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Eclipta prostrate or eclipta alba, commonly known as false daisy or yerba de tago, is an annual, flowering plant belonging to the aster or sunflower family. The plant is known as a false daisy because its flowers resemble daisy blossoms.
[Note: The Right Flowers is not a medical site. Knowledge of and information about the therapeutic benefits and applications of flowers, while known through the ages, does not constitute medical advice. If you are having health issues, you should consult with a physician.]
It is native to Australia, Asia, North America, and Africa. False daisy has a fleshy stem and bright green leaves with teeth-like features along the edge. The herb usually flowers depending on the climate it is growing in. In cold areas, it flowers in fall and summer, but in regions with warmer conditions, the plant flowers all year round. False daisy produces 2-3, tiny, tubular flowers on each stalk, featuring white or yellow petals.
False daisy loves moisture and thrives in well-watered areas. The plant can grow in boggy and wet soils and rarely does well in dry areas. Basically, false daisy only thrives in hot, dry areas when it is constantly watered to simulate its natural habitat.
The herb’s aerial parts (flowers, leaves, and shoots) are edible. These can be eaten raw in salads or cooked as a green vegetable. Apart from being edible, false daisy is also used in Chinese traditional medicine as well as Ayurvedic medicine. It is commonly used as a healing herb to treat kidney and liver diseases. False daisy is also used in the skincare industry as the aerial parts of the plant are known to contain compounds that are highly beneficial to the skin. These components, including vitamin E, help in conditioning, rejuvenating and protecting the skin against the effects of premature aging.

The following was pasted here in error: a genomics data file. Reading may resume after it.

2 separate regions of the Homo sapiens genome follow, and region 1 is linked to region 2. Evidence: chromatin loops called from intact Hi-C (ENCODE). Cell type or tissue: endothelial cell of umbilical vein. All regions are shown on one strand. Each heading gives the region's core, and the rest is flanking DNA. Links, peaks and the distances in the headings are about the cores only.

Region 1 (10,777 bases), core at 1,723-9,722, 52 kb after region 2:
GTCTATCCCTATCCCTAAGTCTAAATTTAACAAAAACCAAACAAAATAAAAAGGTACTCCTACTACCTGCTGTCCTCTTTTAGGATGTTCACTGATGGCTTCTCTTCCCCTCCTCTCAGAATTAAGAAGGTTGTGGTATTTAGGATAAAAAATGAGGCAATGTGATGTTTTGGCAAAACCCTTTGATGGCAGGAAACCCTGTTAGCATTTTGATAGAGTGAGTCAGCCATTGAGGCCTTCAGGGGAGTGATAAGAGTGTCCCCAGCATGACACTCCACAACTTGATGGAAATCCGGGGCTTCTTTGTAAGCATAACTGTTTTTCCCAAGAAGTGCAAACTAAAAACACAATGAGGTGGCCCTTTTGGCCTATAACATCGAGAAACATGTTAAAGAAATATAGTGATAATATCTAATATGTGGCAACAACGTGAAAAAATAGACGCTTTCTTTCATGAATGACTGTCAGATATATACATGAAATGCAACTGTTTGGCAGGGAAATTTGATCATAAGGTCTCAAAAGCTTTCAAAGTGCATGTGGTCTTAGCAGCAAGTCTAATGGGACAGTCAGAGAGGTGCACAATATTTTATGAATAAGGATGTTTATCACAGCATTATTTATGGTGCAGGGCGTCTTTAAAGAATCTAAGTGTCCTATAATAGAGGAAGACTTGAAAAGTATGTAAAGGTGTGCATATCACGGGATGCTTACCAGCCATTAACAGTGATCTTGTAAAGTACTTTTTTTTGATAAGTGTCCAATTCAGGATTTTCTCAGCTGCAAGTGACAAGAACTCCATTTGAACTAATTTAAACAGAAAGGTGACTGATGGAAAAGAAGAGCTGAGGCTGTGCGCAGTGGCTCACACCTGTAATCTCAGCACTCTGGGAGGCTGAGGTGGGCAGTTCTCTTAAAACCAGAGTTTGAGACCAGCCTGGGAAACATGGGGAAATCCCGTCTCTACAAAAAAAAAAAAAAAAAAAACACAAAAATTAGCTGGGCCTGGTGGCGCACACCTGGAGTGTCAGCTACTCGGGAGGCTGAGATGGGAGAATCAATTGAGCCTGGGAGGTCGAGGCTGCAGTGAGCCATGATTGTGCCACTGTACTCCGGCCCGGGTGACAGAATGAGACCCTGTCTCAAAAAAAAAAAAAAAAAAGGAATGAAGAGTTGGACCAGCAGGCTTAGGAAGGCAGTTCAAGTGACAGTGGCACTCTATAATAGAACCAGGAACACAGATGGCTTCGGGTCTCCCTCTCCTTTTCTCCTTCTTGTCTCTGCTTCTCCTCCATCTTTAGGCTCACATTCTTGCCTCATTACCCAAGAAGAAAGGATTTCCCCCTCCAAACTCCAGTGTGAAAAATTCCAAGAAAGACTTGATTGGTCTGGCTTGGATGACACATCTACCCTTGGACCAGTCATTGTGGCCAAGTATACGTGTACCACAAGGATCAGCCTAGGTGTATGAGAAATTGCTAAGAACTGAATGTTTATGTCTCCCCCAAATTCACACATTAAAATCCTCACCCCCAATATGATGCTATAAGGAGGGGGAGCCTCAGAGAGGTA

So, what is the secret behind false daisy’s effectiveness in the skincare industry? Well, the plant contains several flavonoids including luteolin. This compound penetrates deep into the skin promoting wound healing, reducing inflammation and protecting the skin against the effects of free radicals.
Extracts from the plant can be used topically or ingested to help clear out toxins that contribute to premature aging and other skin-related problems. Other beneficial compounds that make the plant beneficial include polypeptides, thiophene, coumestans, triterpenes, polyacetylenes, and steroids.
In a study conducted in 2008, researchers noticed that male rats using oil extracted from the plant had a high number of hair follicles compared to rats not using the oil. As a result, the researchers concluded that false daisy has a significant ability to prevent hair loss and boost hair growth. The study was conducted on rats and is awaiting clinical trials on humans in order to be deemed conclusive. However, false daisy holds a lot of potential in resolving skin problems.
Though known as false daisy for its striking resemblance to the daisy flowers, eclipta prostrate’s capabilities in the skincare industry are not false.